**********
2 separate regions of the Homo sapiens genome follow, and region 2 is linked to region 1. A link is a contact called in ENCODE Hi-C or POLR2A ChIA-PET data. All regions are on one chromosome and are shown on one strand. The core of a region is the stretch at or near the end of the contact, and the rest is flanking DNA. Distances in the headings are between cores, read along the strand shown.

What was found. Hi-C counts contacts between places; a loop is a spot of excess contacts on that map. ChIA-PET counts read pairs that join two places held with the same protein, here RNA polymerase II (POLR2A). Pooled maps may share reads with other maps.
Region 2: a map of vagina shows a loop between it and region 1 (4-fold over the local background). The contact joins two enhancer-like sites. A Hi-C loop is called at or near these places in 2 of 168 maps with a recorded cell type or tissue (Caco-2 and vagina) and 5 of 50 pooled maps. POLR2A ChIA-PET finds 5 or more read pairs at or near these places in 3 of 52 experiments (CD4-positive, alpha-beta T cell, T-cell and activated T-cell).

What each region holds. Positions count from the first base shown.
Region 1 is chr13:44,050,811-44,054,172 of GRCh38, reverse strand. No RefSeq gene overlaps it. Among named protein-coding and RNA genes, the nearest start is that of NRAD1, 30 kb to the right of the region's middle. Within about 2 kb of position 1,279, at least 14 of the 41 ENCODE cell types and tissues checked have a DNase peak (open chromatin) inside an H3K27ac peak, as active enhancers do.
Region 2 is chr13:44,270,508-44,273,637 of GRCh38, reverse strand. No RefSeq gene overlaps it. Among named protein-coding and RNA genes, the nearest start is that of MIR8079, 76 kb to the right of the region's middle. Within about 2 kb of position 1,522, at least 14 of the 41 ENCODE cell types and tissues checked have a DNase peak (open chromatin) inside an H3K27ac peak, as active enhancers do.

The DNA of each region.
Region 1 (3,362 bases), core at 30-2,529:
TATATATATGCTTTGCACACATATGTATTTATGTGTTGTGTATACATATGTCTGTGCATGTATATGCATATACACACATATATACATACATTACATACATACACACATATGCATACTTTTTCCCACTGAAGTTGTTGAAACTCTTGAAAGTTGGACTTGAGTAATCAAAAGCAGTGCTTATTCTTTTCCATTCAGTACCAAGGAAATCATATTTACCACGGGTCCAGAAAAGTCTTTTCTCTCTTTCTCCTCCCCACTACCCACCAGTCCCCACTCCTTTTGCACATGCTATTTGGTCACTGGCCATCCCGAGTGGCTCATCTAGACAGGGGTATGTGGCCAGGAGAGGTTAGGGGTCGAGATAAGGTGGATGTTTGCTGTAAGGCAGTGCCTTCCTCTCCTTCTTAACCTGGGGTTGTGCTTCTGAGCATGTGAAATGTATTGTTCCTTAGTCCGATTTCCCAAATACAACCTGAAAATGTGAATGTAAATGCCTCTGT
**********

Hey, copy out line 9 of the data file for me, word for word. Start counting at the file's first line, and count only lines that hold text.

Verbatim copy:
TATATATATGCTTTGCACACATATGTATTTATGTGTTGTGTATACATATGTCTGTGCATGTATATGCATATACACACATATATACATACATTACATACATACACACATATGCATACTTTTTCCCACTGAAGTTGTTGAAACTCTTGAAAGTTGGACTTGAGTAATCAAAAGCAGTGCTTATTCTTTTCCATTCAGTACCAAGGAAATCATATTTACCACGGGTCCAGAAAAGTCTTTTCTCTCTTTCTCCTCCCCACTACCCACCAGTCCCCACTCCTTTTGCACATGCTATTTGGTCACTGGCCATCCCGAGTGGCTCATCTAGACAGGGGTATGTGGCCAGGAGAGGTTAGGGGTCGAGATAAGGTGGATGTTTGCTGTAAGGCAGTGCCTTCCTCTCCTTCTTAACCTGGGGTTGTGCTTCTGAGCATGTGAAATGTATTGTTCCTTAGTCCGATTTCCCAAATACAACCTGAAAATGTGAATGTAAATGCCTCTGT